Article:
In an interview about gay marriage last spring, Bob Beauprez’s newly minted running mate Janet Rowland said, “For some people, the alternative lifestyle is bestiality…-do we allow a man to marry a sheep? I mean, at some point, you have to draw a line”
In describing Rowland’s quote and other portions of the interview, the Rocky Mountain News reported (Aug. 15) that Rowland was “comparing” homosexuality to bestiality.
I heard Dan Caplis on KHOW trying to explain that, really, Rowland wasn’t “comparing” homosexuality to bestiality.
Is “compare” a fair characterization for a journalist to use, or was Rowland simply listing sexual acts that she considers beyond the pale?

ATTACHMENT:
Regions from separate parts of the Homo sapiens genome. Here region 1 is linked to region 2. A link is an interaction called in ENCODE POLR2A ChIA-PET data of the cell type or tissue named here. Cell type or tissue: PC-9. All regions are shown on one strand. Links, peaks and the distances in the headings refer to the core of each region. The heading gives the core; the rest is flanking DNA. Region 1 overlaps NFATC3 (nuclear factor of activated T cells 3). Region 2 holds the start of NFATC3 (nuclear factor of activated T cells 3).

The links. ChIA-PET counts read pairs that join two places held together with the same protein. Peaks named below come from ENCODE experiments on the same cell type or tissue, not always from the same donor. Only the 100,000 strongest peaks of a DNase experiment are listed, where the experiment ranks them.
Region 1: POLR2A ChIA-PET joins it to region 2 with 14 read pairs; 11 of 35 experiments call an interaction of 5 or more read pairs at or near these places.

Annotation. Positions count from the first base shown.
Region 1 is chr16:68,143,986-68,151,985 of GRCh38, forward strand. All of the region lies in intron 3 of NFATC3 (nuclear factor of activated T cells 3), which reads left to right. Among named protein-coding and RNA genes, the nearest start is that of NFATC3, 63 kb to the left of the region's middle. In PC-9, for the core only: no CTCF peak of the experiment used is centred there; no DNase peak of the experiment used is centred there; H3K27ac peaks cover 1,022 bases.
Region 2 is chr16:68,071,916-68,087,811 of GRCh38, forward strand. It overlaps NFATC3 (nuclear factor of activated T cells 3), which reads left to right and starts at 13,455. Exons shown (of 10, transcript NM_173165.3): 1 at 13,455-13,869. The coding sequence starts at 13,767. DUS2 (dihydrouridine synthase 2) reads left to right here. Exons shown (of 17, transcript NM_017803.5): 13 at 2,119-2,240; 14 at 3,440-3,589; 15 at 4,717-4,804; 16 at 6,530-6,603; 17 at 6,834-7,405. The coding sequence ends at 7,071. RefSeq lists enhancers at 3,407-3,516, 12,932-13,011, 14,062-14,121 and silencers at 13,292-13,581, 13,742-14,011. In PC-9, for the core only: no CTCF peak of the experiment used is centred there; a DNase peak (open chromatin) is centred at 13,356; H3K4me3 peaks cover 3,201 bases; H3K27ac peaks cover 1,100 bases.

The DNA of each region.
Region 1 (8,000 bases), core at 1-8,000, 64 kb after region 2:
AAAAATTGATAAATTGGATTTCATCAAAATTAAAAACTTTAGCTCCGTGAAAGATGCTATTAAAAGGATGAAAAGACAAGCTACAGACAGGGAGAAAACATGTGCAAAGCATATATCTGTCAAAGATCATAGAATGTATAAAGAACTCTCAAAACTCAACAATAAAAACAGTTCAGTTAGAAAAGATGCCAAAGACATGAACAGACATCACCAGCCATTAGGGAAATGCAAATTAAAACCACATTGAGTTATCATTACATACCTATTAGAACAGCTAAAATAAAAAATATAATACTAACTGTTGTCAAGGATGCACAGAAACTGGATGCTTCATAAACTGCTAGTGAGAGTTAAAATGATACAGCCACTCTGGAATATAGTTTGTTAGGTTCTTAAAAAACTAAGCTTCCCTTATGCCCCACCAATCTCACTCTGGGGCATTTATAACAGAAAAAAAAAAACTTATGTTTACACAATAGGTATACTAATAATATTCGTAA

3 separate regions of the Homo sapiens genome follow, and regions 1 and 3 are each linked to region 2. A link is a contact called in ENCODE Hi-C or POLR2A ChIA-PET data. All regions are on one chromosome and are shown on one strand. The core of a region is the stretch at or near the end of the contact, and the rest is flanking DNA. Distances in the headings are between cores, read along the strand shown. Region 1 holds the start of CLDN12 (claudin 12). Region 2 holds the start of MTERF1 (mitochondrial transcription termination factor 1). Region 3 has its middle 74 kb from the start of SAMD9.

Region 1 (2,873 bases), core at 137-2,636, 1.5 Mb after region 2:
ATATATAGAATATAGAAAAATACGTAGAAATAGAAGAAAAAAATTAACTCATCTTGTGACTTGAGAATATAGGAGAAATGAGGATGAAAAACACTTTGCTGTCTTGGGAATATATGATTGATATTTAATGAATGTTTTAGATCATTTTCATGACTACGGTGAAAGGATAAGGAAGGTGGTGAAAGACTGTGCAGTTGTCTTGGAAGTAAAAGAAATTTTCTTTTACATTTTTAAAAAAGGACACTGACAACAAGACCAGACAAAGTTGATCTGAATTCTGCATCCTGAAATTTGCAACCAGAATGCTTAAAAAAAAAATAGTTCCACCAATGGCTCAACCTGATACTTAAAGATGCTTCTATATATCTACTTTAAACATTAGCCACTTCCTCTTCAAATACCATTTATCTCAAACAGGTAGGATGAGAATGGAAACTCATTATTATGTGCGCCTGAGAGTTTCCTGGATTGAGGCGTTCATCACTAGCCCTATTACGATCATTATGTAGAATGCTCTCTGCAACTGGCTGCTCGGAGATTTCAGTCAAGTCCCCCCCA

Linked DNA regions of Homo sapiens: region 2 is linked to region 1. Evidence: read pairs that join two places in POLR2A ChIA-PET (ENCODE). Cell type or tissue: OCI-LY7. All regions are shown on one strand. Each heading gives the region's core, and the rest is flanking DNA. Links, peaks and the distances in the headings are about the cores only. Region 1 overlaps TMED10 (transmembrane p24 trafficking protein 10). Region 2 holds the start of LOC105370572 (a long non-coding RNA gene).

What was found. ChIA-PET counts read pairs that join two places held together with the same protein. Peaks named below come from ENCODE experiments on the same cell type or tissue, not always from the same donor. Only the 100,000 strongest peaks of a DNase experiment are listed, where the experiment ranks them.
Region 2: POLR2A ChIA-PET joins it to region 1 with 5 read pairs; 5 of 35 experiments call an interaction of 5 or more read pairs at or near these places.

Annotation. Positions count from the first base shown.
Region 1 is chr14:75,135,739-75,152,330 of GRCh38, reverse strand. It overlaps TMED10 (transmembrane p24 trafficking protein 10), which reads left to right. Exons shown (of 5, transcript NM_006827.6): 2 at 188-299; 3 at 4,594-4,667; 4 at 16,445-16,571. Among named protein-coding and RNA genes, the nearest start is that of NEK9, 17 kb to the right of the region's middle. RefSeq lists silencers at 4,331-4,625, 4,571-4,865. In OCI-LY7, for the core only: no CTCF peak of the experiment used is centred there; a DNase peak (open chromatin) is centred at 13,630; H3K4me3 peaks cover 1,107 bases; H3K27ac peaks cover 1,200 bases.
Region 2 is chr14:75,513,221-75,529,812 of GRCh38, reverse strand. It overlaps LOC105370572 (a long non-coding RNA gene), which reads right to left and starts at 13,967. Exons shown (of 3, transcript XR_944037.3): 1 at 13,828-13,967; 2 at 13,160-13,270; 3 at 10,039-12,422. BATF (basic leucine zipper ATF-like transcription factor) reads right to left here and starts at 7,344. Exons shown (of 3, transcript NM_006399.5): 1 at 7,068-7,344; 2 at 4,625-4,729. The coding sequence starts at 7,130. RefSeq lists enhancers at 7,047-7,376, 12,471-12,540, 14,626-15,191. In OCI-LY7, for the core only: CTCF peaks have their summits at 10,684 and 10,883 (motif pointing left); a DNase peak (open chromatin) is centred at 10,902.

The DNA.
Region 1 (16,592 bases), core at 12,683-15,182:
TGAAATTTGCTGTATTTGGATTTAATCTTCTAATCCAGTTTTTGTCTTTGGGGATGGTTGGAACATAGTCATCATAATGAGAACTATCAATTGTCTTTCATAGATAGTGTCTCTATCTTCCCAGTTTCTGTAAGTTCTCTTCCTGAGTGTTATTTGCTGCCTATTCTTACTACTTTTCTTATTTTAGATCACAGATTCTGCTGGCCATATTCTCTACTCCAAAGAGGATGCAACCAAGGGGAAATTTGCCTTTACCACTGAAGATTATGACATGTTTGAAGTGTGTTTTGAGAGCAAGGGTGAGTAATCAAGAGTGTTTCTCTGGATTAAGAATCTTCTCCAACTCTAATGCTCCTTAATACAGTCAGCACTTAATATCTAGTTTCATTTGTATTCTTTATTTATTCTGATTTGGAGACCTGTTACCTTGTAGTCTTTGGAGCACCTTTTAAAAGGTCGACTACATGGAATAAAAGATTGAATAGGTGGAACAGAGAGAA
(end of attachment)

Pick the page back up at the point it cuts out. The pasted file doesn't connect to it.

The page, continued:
She was definitely comparing bestiality and homosexuality.
After all, Rowland implied that homosexuality is heading down a slippery slope to bestiality and other nasty stuff, and though she was not “equating” the two, she was comparing them…-as in homosexuality is closer to bestiality than heterosexuality.
To avoid controversies about whether a characterization is fair, journalists should avoid them, whenever possible.
But often journalists must summarize a quotation, due to space or time considerations. Rowland’s quote was accurately characterized by the News.